Population Explosion – a time to act

Colin Jarvis, a supporter of Population Matters and Friends of the Earth, sent in some thoughts for discussion. This issue will also be addressed soon in Green Christian magazine.

When I was a student in Bristol during the early 1970s I noticed a simple campaign message outside Bristol Cathedral – ‘LIVE SIMPLY SO OTHERS MAY SIMPLY LIVE’. It neatly outlined the action we should aspire to and it linked into developing concern for the environment at the time. Living simply would mean using fewer resources such as materials and energy. Its simple message combines consideration for others whilst living more ‘lightly’ on the planet.

If ever we could achieve a utopia with more or less equal use of resources needed to live, we still could not escape a fundamental issue; excessive population. It undermines anything sustainable that we do. Eventually as more and more people are living in the world, a finite planet will remind us of just that. We cannot outgrow our planet earth and yet this is exactly what is happening. There are too many births.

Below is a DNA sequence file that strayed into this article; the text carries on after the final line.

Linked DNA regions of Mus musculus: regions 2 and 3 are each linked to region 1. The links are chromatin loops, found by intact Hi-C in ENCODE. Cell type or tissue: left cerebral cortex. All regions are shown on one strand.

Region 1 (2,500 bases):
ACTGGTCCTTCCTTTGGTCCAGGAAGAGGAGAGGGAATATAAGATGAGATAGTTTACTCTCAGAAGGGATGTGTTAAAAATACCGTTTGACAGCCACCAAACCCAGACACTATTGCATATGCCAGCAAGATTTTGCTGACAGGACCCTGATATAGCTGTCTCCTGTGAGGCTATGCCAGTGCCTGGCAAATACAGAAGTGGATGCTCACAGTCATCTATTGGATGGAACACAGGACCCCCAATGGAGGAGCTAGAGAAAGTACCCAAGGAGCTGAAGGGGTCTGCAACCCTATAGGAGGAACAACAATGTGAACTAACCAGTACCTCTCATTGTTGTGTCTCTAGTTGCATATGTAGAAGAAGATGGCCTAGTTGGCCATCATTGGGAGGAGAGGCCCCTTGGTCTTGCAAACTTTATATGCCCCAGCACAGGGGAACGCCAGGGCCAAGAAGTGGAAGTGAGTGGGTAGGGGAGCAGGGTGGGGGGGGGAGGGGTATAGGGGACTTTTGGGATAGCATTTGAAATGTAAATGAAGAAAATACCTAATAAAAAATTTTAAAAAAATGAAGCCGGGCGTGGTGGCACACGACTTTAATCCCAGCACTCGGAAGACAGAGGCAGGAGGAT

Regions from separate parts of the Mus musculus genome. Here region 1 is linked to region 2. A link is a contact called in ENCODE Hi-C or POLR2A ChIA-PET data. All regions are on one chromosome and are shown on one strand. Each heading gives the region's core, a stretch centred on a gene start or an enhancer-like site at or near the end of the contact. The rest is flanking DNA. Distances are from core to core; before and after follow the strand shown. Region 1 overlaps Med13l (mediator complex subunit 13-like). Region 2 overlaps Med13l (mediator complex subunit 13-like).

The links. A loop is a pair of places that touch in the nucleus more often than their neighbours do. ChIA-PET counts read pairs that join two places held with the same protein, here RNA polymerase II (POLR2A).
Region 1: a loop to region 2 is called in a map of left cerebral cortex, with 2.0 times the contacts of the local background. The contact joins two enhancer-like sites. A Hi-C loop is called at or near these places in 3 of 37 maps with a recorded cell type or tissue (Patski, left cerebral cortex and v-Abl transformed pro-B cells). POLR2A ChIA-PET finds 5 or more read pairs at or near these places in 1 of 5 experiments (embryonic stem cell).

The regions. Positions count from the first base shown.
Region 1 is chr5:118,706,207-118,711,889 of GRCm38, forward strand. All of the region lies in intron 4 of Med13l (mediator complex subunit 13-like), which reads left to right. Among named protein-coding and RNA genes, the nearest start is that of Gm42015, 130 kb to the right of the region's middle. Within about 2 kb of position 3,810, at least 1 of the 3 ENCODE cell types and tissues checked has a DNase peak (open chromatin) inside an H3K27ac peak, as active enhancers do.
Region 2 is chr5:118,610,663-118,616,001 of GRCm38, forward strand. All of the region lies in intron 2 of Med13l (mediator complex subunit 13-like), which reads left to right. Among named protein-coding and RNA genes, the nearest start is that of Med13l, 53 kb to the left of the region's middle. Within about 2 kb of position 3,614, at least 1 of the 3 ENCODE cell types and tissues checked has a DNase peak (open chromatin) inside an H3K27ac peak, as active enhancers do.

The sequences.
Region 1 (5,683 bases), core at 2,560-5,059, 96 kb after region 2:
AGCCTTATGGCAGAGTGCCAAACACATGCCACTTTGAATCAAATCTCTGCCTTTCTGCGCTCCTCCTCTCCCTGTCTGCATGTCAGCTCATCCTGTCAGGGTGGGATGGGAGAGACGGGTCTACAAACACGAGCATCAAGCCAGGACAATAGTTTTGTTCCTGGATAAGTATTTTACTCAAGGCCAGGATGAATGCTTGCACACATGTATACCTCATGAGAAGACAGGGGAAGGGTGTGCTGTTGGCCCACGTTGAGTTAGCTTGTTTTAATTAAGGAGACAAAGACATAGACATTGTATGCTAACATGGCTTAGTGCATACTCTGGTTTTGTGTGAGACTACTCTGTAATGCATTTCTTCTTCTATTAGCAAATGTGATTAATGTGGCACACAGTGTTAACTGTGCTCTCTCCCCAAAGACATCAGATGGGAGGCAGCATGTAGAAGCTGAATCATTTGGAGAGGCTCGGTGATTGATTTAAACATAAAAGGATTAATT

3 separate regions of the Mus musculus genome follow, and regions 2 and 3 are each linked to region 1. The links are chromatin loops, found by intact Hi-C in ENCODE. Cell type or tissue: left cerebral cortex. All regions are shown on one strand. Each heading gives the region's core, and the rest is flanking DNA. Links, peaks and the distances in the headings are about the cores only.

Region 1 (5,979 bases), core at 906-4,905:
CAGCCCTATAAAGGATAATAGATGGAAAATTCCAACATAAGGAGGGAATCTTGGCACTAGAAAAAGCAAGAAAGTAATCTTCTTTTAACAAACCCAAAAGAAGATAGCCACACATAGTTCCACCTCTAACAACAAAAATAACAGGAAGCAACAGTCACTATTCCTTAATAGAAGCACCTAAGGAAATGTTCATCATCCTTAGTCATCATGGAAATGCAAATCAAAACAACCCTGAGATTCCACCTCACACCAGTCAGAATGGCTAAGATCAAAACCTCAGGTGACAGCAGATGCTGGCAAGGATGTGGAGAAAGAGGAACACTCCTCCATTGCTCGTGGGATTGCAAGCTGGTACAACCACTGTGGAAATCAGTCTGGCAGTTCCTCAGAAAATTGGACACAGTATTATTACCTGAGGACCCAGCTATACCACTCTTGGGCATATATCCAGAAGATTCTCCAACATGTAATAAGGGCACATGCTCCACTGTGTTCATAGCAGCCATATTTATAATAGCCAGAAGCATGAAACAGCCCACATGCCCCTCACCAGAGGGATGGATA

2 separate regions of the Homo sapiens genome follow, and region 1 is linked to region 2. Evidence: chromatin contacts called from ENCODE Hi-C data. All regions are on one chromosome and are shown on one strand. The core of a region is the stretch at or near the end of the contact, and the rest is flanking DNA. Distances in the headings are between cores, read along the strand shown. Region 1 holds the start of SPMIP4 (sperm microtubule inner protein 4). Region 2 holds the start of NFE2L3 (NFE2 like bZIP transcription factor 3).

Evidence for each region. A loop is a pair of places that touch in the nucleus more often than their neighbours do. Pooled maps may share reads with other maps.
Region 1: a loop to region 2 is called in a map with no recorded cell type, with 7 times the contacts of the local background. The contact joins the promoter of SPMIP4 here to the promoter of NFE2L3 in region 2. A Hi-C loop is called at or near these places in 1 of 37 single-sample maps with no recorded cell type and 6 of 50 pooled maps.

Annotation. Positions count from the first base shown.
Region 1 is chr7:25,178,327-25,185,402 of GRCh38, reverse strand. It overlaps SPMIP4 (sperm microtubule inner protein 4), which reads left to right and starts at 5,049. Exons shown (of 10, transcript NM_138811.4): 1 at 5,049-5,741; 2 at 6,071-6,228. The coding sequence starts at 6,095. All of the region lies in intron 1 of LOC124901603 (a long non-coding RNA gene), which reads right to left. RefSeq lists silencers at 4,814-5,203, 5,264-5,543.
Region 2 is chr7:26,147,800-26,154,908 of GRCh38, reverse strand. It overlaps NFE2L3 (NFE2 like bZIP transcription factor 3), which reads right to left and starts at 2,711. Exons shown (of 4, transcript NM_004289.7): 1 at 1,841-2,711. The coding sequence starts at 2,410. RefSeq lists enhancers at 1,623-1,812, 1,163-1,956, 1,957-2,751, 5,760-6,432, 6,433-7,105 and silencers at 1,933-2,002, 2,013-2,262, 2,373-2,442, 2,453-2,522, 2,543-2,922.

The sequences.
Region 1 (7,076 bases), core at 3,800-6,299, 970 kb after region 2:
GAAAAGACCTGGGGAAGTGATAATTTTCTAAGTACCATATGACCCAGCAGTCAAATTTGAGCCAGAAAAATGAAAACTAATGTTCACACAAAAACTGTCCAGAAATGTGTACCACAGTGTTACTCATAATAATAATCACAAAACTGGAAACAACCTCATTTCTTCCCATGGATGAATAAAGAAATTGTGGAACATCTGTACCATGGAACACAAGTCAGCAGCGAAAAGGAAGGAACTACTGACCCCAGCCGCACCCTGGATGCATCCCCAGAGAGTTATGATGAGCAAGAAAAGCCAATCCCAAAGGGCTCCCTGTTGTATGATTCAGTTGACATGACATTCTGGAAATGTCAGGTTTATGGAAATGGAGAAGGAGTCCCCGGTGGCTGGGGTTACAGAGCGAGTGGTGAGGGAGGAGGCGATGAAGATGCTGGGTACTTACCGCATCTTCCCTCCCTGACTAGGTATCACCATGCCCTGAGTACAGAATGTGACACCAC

When I was born in 1953, the world population was approximately 2.5 billion. Now, it is almost 3 times that size, over 7.2 billion. Sir David Attenborough, well-known naturalist and Population Matters patron sums it up: “All environmental problems become harder and ultimately impossible to solve with ever more people”. As long ago as 1969 U Thant, former Secretary General of the UN recognised the problem developing when he warned the world of the arms race and the population explosion. The warning was left unheeded and we are paying the price today.

Many countries, the African nations in particular, are experiencing difficulties now in their ability to support the population they have. The population of Africa is expected to grow four fold this century unless starvation and conflict prevent this. One result is mass migration. There is worse predicted, as Climate Change really takes hold. It is a pitiful sight to see migrants making difficult journeys, but most are fleeing their countries because they have been hit by droughts, food shortages, lack of work and conflict. When it is closely studied Climate Change has been found to be an aggravating factor along with their population size in many cases. These countries cannot support the sheer numbers of people, and it all becomes unsustainable and states fail.